Skip to main content

Korean Beef with Marscapone Grits

This was an amazing dinner!  Back a few weeks ago Will and I hosted our school's food club at our house.  The theme was "small plates."  I made this Korean Beef for the party.  Will fell in love with it, so I wanted to make it again.  The great thing about this recipe is it is ready in about 15 minutes.  Plus- you can serve it with lettuce leaves or tortillas.  The recipe is available here.  I highly recommend you give it a try.  I was thinking you could do this with any ground meat, tofu, tempeh, grated veggies....almost anything!

I wanted a side dish to go with it, so I decided to make some stone ground grits.  I wanted to try out a recipe I found on Pinterest (which is where I get most of my new recipes to try).  The recipe is here.  This is very similar to the way Southerners make their grits.  My mom always used milk, so this method using heavy cream wasn't that strange to me.  I also love that it uses stone ground grits instead of quick cooking grits.  When you cook really good grits for a long time, they get so soft and flavorful.  I think quick grits always have a dry, gritty texture.  If more Yankees tried these grits, they wouldn't be just a Southern specialty.

I went with the original version and used marscapone- the person on the blog substituted cream cheese, which I'm sure was good, but I used the real thing because I had it on hand.  The only change I made was to throw in a handful of grated parmesan for a bit more salty, nutty flavor.

These two very different things went great together!  I will do this again soon.

Comments

Popular posts from this blog

Carrot Cake!!!!!!

I made my very first ever from scratch homemade cake at 7,500 feet above sea level today. I have made many homemade cakes before, but that was back home in Savannah, which is practically 2 feet below sea level.

After many dismal failures (including box mixes) I have finally made a cake from scratch that turned out decent. No- better than decent. I think this is the best cake I've ever made. No joke.

It all started when my fried Emmy posted on her blog about receiving as a gift from her hubby, a copy of "The Joy of Cooking." By the way, you should go read her blog. She is nauseatingly multi-talented. She cooks and knits beautifully, as well as a bunch of other stuff I learn about every freakin' time I read her blog. So go over to her blog right now.

Anyhoo...she read the high altitude instructions and cranked out a beautiful red velvet cake that made me drool. After reading that, I decided it was time to stop being a wuss about baking at high altitude and try a…

Pork Posole- Instant Pot Version

I have a good friend at work who is from the Jalisco region of Mexico.  Lorenza grew up outside of Puerto Vallarta.  Recently, she has been educating me on where to find the best Hispanic products and food in the valley where we live.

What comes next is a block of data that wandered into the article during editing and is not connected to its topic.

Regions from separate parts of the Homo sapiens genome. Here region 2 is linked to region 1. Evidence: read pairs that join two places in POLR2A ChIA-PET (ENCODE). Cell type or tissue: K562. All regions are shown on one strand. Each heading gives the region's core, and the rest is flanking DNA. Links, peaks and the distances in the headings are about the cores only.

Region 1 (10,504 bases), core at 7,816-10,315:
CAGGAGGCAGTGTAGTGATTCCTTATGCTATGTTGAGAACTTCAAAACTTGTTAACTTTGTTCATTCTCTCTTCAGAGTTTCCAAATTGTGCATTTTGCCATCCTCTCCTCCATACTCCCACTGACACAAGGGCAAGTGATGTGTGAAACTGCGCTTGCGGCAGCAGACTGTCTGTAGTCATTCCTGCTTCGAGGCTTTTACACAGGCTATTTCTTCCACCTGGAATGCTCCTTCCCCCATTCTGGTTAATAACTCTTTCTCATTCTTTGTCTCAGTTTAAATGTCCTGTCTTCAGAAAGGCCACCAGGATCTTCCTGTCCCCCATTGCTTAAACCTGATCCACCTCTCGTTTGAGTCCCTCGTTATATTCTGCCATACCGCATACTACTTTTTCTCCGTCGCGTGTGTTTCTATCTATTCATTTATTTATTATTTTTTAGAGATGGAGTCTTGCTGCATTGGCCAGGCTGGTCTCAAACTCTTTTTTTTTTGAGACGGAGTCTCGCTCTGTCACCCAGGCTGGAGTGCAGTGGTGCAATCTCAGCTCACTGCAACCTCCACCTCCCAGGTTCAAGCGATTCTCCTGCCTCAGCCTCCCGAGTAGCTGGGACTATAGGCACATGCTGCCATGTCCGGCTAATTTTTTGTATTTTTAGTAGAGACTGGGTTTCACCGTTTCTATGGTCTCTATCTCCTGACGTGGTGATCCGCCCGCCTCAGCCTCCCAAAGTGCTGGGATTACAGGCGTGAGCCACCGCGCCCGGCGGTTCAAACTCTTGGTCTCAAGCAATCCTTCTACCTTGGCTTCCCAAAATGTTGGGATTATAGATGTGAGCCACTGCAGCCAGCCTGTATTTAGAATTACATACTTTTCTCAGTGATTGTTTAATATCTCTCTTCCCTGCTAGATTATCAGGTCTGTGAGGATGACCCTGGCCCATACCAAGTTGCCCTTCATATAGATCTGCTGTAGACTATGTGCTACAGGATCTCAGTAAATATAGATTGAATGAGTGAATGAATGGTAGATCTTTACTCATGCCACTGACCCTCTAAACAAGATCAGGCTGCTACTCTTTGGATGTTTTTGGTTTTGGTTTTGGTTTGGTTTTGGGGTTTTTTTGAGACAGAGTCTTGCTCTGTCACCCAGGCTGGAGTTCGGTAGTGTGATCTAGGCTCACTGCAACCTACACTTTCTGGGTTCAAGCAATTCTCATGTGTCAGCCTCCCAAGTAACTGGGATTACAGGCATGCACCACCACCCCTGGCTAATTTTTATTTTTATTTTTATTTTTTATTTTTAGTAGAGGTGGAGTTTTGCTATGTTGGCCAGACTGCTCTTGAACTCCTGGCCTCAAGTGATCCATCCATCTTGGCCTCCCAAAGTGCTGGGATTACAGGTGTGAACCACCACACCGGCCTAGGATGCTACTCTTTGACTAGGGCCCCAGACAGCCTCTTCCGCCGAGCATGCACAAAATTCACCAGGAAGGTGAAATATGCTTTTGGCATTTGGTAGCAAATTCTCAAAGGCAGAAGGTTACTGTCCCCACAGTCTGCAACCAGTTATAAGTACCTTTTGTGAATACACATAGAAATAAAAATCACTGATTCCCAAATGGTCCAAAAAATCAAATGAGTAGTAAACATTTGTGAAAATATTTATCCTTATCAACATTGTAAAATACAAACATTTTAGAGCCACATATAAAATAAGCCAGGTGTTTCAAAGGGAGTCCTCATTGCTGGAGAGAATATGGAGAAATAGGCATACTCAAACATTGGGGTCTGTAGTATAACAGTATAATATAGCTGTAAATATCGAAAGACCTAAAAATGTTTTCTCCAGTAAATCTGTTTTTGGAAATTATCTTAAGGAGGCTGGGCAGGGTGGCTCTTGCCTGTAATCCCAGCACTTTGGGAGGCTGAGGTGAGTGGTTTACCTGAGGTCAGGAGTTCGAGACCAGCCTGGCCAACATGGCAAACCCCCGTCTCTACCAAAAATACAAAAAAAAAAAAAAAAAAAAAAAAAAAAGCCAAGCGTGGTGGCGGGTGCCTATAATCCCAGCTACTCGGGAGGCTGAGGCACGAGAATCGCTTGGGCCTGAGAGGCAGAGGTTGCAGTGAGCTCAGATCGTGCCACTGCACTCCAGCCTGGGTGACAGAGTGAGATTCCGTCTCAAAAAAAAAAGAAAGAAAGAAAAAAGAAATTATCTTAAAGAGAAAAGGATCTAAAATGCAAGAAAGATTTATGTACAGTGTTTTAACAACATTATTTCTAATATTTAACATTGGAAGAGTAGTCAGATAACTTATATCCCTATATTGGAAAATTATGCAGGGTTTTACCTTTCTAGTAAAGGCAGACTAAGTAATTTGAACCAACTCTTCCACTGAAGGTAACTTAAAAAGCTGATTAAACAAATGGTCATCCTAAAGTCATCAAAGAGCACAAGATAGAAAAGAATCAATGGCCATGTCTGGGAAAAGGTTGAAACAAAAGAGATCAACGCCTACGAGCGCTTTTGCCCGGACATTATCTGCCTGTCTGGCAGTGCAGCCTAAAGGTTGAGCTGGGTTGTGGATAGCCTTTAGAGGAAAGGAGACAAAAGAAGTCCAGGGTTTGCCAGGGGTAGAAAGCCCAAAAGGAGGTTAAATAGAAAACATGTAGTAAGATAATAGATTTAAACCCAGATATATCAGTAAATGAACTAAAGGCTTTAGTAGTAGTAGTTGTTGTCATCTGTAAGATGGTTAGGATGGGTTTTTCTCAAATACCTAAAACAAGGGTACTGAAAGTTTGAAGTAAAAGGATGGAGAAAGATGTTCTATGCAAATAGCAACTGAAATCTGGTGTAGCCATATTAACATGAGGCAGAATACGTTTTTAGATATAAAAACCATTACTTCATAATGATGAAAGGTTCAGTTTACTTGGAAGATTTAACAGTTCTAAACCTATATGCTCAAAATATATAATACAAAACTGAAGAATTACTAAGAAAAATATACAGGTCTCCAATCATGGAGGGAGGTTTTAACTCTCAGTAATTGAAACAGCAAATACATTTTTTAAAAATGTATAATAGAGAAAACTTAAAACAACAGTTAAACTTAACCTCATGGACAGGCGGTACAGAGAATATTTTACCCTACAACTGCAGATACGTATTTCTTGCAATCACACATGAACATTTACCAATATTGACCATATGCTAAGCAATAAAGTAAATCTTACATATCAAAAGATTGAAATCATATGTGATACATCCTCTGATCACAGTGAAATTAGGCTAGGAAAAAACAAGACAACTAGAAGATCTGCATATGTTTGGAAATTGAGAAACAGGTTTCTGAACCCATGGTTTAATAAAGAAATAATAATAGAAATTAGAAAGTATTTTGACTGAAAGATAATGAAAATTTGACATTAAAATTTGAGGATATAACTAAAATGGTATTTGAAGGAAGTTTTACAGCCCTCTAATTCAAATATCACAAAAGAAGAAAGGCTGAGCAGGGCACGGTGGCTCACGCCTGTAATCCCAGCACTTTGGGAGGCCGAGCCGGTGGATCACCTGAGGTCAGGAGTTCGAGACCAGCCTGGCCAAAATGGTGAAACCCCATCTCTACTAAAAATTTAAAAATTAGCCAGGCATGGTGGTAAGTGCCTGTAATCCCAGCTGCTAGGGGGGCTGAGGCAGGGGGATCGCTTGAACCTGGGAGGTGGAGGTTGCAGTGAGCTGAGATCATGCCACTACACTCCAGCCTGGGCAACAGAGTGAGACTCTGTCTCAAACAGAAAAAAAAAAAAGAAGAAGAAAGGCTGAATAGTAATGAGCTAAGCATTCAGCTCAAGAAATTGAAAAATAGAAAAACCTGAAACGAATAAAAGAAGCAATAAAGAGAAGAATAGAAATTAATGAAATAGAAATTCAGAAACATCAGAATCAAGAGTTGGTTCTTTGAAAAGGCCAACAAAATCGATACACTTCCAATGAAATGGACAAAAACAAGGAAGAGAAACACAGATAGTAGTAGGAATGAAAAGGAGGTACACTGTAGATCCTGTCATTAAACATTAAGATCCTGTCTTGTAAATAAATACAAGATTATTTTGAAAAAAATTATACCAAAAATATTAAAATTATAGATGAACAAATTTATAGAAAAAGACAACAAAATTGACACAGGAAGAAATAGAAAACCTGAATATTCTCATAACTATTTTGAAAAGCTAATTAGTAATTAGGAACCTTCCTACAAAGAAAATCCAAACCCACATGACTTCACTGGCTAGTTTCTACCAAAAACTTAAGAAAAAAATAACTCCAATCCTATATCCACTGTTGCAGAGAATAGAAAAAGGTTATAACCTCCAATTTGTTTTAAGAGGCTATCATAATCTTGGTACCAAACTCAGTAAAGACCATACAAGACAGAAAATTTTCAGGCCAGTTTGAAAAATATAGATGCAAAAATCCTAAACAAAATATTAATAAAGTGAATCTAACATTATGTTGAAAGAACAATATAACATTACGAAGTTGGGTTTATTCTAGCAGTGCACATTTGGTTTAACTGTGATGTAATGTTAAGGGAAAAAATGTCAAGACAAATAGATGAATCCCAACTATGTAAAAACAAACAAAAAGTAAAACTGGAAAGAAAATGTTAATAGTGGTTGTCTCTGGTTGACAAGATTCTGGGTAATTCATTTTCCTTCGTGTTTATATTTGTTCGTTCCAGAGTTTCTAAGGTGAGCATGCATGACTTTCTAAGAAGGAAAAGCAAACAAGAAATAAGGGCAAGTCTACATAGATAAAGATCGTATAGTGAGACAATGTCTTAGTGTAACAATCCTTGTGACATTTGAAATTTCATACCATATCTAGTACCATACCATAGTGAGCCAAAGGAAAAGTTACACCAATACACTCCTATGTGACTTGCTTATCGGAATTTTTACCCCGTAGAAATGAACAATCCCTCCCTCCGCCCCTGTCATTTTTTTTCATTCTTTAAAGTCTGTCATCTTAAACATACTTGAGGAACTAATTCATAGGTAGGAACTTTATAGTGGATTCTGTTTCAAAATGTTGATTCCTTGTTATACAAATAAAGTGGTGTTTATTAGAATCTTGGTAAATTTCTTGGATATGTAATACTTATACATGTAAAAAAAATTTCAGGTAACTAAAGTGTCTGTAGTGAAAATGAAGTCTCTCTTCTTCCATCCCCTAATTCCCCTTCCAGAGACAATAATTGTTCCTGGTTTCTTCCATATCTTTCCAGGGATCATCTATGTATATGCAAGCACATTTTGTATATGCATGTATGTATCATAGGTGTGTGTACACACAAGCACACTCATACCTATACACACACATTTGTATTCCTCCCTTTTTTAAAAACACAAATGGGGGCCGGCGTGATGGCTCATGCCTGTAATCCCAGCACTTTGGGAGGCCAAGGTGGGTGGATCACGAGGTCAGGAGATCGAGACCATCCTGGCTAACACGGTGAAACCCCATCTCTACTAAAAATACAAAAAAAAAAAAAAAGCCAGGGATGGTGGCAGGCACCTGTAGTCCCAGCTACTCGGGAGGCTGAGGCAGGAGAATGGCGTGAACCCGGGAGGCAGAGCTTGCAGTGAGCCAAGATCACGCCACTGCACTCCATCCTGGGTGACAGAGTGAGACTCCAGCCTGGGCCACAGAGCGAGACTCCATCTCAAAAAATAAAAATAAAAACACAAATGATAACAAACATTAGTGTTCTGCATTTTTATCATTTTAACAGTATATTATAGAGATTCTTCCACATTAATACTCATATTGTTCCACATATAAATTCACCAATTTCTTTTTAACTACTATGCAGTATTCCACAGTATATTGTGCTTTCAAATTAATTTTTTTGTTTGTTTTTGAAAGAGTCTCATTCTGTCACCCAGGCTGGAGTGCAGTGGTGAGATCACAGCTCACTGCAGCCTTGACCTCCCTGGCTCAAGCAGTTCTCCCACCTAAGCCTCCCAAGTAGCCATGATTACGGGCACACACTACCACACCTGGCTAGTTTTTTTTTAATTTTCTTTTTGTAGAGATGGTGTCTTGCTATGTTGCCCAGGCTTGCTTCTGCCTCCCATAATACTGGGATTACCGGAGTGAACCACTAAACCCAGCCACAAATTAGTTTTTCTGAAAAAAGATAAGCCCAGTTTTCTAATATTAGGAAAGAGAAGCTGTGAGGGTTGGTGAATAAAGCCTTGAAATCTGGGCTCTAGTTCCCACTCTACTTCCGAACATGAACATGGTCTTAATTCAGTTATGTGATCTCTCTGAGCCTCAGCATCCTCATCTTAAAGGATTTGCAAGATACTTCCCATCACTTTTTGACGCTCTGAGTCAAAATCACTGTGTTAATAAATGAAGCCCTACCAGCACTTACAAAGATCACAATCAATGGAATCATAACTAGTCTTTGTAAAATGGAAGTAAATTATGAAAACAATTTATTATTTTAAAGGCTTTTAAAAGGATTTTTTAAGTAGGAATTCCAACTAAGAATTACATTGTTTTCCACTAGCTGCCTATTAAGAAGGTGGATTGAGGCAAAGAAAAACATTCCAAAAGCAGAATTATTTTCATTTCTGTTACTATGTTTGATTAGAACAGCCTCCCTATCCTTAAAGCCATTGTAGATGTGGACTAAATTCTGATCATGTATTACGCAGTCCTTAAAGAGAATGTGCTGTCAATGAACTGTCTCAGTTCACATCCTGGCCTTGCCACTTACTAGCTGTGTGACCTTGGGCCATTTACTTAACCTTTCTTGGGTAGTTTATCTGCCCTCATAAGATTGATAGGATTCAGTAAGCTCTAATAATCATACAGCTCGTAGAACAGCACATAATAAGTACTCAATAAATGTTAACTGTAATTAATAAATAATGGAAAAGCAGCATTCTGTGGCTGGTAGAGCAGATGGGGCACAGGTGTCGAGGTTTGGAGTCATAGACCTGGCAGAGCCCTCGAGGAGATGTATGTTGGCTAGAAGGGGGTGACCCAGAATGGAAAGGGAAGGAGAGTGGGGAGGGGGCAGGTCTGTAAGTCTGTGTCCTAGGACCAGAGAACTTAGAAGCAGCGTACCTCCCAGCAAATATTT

Aside from ruining my ability to ever eat Mexican food in Rifle ever again, her teachings have made me rediscover my love of Mexican food- both dining out and making it at home.

My husband, Will, is battling a cold for the second time in a row- which was the only excuse I needed to get in the kitchen and whip up some posole.

In my opinion, posole is to Mexican mamas what chicken noodle soup is to American/Southern mamas... pure comfort.

I make absolutely no claims of authenticity, nor do I believe this is the best way to make it.  But it sure did hit the spot after a day of cleaning and craft projects!

Here’s the link to the recipe I used from a blog I read frequently called “Pressure Cooking Today.” I did not follow it exactly (big shock- I know) as I…

The Best Pizza Dough for Mimi

This picture does not include a picture of my pizza dough.  But it was taken at my favorite pizza place in the world- Vinnie Van Go-Go's in Savannah, GA.

I have toiled in vain to make a homemade crust that is in any way similar to Vinnie's.

I'm not going to say I've done it, because I haven't.  But what I can say is I think this version is the closest I'll ever get.

For 10 years I have played around with basic pizza dough recipes, trying to find one that yields a thin, crispy crust, with bubbly edges.

I think there are two things that make this possible... very high heat (most home ovens can't get hot enough) and 00 Italian flour (it makes such a soft, pliable dough).  To manage the heat problem, I usually cook my pizzas on the grill, and let it heat to at least 600 degrees.  Hopefully one day my husband will build the wood fired pizza oven of my dreams.  And to manage the flour issue, I order my flour from Amazon.

Here's the basic recipe and process: